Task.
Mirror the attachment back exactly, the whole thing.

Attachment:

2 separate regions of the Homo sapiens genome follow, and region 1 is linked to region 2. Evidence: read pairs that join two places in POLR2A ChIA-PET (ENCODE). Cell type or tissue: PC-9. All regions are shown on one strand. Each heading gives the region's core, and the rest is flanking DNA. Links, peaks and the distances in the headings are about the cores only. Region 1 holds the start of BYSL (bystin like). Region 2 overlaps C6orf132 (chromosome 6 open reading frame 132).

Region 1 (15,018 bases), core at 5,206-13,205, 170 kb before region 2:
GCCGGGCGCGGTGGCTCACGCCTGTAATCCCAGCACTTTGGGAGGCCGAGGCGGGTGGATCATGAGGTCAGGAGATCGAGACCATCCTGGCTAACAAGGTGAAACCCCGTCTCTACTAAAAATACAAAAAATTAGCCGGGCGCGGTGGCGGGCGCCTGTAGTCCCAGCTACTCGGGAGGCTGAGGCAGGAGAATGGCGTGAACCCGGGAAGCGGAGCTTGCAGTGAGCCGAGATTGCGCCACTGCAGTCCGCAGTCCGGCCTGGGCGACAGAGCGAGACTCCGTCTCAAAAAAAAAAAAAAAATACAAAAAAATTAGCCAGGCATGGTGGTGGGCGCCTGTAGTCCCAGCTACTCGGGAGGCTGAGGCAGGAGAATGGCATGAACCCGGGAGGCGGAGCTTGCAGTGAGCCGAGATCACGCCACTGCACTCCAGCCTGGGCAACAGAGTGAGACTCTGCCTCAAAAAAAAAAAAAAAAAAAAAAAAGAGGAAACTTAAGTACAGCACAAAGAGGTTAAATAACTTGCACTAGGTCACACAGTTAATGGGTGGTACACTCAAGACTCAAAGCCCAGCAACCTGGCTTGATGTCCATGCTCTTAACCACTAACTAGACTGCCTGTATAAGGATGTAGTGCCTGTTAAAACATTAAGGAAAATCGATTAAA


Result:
2 separate regions of the Homo sapiens genome follow, and region 1 is linked to region 2. Evidence: read pairs that join two places in POLR2A ChIA-PET (ENCODE). Cell type or tissue: PC-9. All regions are shown on one strand. Each heading gives the region's core, and the rest is flanking DNA. Links, peaks and the distances in the headings are about the cores only. Region 1 holds the start of BYSL (bystin like). Region 2 overlaps C6orf132 (chromosome 6 open reading frame 132).

Region 1 (15,018 bases), core at 5,206-13,205, 170 kb before region 2:
GCCGGGCGCGGTGGCTCACGCCTGTAATCCCAGCACTTTGGGAGGCCGAGGCGGGTGGATCATGAGGTCAGGAGATCGAGACCATCCTGGCTAACAAGGTGAAACCCCGTCTCTACTAAAAATACAAAAAATTAGCCGGGCGCGGTGGCGGGCGCCTGTAGTCCCAGCTACTCGGGAGGCTGAGGCAGGAGAATGGCGTGAACCCGGGAAGCGGAGCTTGCAGTGAGCCGAGATTGCGCCACTGCAGTCCGCAGTCCGGCCTGGGCGACAGAGCGAGACTCCGTCTCAAAAAAAAAAAAAAAATACAAAAAAATTAGCCAGGCATGGTGGTGGGCGCCTGTAGTCCCAGCTACTCGGGAGGCTGAGGCAGGAGAATGGCATGAACCCGGGAGGCGGAGCTTGCAGTGAGCCGAGATCACGCCACTGCACTCCAGCCTGGGCAACAGAGTGAGACTCTGCCTCAAAAAAAAAAAAAAAAAAAAAAAAGAGGAAACTTAAGTACAGCACAAAGAGGTTAAATAACTTGCACTAGGTCACACAGTTAATGGGTGGTACACTCAAGACTCAAAGCCCAGCAACCTGGCTTGATGTCCATGCTCTTAACCACTAACTAGACTGCCTGTATAAGGATGTAGTGCCTGTTAAAACATTAAGGAAAATCGATTAAA